Figure 10 is a sectional view taken on line-10--10 of Figure 6.

Figure 11 is a sectional view illustrating a further alternative embodiment of fluid flow interrupter of this invention taken on line 11-11 of Figure'12.

Figure 12 is a sectional view taken on line 12.-12of Figure 11.

Figure 13 is a sectional view showing a slightly modi-v fled form of turbine member susceptible of usein place of the turbine member shown ingFigure' 11, and

Figure 14 is a sectional view taken-on line 14--14 of Figure 13.

Referring specifically to Figure 1a, there is shown a portion of a drill stringl which is secured, as by a suit able threaded connection, .to the:end .of. an expansion sub 2, which sub consistsgofa cylindera3 telescopically en: gaged with a plunger 4, Whichplunger is urged toward the end of the cylinder by a coil spring 5. Expansion sub 2, as will be apparent from the. description set forth hereinafter, functions in cooperation with the fluid flow interrupter to restrict thevibratory motion to be imparted to the rotary drilling bit to thelower end of the drill string. The use of such a sub structure thus precludes the creation of stresses and strains along the entire length of the drill string which might be created by intermittent interruption of the flow of drilling fluid if suchan expansion sub were omitted. However, it will be readily recognized that the expansion sub 2 may be omitted from the drill string if the vibrations in the drill string are not objectionable but in fact are desired to apply the proper vibrating action to the drill bit.

Threadably secured intermediate the lower end of the cylinder 3 of the expansion sub 2 and the conventional rock drilling bit 6 is a fluid flow interrupter 10. By placing the fluid flow interrupter 10 in the drill string immediately adjacent the drill bit 6, the successive interruptions to the flow of drilling fluid will create vibrations adjacent the drill bit as desired to effect increased speed of drilling and longer life expectancy for the drill bit.

Figure lb illustrates the fluid flow interrupter l0, expansion sub 2 and drill bit 6 interconnected by drill collars 7 and 8. This assembly in turn is connected to the lower end of the drill string 1 in a manner similar to the arrangement illustrated in Figure 1a as described above.

The drill collars 7 and 8 are inserted on either side of the fluid interrupter 10 to coact therewith in the vibratory motion imparted to the assembly below the expansion sub 2, such vibration being caused by intermittent interruption. of a major portion of the drilling fluid flowing to the drill bit 6. The weight, length and resilient characteristics of these two drill collars is selected according to the vibrating action desired for the assembly in use so as to partake of the axial vibrations created by intermittent fluid interruption. When the weight and length of such drill collars is such as to vibrate in synchronism with the vibrations generated in the fluid flow interrupter 10, the effect is to boost or increase the force of the vibrating motion caused by the fluid flow interrupter. On theother hand, when the weight and length of the drill collars is such as to not resonate with the vibrating effect generated in the fluid flow interrupter, the drill collars tend to dampen the vibrations created by such interrupter.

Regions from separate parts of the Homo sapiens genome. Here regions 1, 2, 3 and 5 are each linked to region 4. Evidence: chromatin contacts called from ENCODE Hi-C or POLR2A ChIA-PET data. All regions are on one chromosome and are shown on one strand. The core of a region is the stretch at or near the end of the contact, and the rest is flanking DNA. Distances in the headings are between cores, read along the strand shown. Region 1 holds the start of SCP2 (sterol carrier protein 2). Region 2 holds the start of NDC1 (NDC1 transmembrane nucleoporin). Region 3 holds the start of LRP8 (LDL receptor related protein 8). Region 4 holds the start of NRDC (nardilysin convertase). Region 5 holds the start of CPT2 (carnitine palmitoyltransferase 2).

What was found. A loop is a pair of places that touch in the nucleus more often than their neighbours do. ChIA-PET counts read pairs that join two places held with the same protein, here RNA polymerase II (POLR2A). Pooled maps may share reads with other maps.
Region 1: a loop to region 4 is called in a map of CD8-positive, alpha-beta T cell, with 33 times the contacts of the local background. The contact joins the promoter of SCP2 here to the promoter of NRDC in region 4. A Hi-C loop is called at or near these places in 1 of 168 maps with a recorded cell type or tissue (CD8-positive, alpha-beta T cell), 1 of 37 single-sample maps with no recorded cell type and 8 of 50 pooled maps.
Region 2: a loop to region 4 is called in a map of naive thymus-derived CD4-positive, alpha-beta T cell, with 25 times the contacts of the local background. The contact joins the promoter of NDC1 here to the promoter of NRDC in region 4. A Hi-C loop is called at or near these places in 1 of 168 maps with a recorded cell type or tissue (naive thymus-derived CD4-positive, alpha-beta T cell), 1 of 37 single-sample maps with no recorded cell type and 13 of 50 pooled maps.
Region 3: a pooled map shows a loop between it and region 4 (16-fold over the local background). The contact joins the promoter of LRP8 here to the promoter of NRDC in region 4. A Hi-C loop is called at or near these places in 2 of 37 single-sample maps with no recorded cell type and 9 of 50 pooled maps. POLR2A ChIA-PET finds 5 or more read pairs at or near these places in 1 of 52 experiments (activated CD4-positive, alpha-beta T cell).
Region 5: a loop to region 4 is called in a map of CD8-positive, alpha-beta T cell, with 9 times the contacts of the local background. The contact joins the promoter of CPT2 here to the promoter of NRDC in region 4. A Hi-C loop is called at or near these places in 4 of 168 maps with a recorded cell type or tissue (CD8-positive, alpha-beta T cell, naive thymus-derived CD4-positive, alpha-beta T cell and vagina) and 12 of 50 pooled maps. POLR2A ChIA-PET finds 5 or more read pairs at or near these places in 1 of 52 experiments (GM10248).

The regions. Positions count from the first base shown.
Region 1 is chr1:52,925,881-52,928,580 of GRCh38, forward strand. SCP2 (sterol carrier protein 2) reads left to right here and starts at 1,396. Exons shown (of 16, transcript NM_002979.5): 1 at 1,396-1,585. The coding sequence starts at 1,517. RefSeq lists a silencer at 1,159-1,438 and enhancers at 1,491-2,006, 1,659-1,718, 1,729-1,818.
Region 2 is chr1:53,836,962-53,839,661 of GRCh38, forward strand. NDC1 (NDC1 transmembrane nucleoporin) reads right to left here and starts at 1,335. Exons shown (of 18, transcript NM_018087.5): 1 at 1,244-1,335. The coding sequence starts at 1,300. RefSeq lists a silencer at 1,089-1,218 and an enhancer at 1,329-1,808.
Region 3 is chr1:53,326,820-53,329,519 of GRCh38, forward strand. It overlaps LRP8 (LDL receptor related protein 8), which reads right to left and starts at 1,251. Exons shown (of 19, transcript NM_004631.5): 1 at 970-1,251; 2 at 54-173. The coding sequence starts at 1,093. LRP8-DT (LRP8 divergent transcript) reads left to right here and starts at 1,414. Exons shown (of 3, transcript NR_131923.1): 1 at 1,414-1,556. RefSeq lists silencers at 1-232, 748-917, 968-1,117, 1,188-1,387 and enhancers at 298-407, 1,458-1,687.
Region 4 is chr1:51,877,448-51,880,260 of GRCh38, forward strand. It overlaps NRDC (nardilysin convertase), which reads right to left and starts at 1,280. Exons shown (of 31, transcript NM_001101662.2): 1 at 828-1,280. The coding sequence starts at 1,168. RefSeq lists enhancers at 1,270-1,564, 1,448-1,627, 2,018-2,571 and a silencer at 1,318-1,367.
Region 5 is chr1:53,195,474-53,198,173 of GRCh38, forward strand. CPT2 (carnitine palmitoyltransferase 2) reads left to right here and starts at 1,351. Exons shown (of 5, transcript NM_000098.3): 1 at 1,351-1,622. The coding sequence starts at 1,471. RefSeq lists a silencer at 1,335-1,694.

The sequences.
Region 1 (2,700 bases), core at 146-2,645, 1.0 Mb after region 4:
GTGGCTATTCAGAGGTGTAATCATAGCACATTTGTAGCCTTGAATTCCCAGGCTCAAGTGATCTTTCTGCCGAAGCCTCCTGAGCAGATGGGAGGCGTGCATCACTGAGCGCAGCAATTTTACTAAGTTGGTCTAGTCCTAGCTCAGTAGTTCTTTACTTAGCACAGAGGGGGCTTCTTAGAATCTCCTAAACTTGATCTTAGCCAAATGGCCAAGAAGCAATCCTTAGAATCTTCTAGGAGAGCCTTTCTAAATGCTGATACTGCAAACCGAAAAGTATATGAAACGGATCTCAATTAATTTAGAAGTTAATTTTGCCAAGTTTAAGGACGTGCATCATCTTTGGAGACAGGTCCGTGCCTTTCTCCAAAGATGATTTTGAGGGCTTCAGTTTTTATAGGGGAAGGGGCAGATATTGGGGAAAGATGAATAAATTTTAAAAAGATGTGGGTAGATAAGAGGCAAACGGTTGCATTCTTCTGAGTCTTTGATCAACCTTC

Being able to increase or dampen the vibrational eitect conveyed to the drill bit by varying the weight and length of the interconnecting drill collars is particularly important in relation to the type of drill bit with which the apparatus is to be used. Thus certain types of drill bits will withstand heavier and sharper blows due to vibration than other types of bits without encountering the dangerof their being destroyed or damaged. On the other hand, it is desirable to secure the highest drilling speed by applying the proper vibration to the particular type of drill bit being used.

Additionally, the possibility of varying the vibrating efiect at the drill bit by appropriately modifying the weight andlength of the drill collars employed is of importance inrelation to the'particular type of drilling fluid pump employed-at a particular installation. Various types of such drilling-fluid pumps furnish fluid in different volumes,.velocities and pressures. These variables in the output ofdiflerentpurnps would eflect a different type of. vibrating action in flowing-through a particular fluid flow interrupter interposed adjacent the drill bit. However, by employing drillcollars of appropriate weight and length'with the fluid flow interrupter, the assembly may be adjusted to secure the desired vibration effect both with respect to the specific type of drill bit being used and with respect to the particular drilling fluid pump used at the specific oil ,well installation.

Inother words,.while'adjustments in the fluid flow interrupter to suit? the variable conditions which may be encountered are diflicult and costly to determine in the field, an exchange of drill collars of different weight and length may be readily accomplished on the drilling rig to insure that the proper vibratory action will be obtained at the'drill bit during the drilling operation. In this respect, it is:pointed outthat, although Figure lb illus' trates two d'rill collars,:7 and 8, one: above and one below thefluid flowinterrupter 10, his entirely practical and in fact desirable in some instances to employ only one such drill collar, either above or below the fluid flow interrupter to secure the desired amplifying or dampening of the vibrations created by the fluid flow interrupter.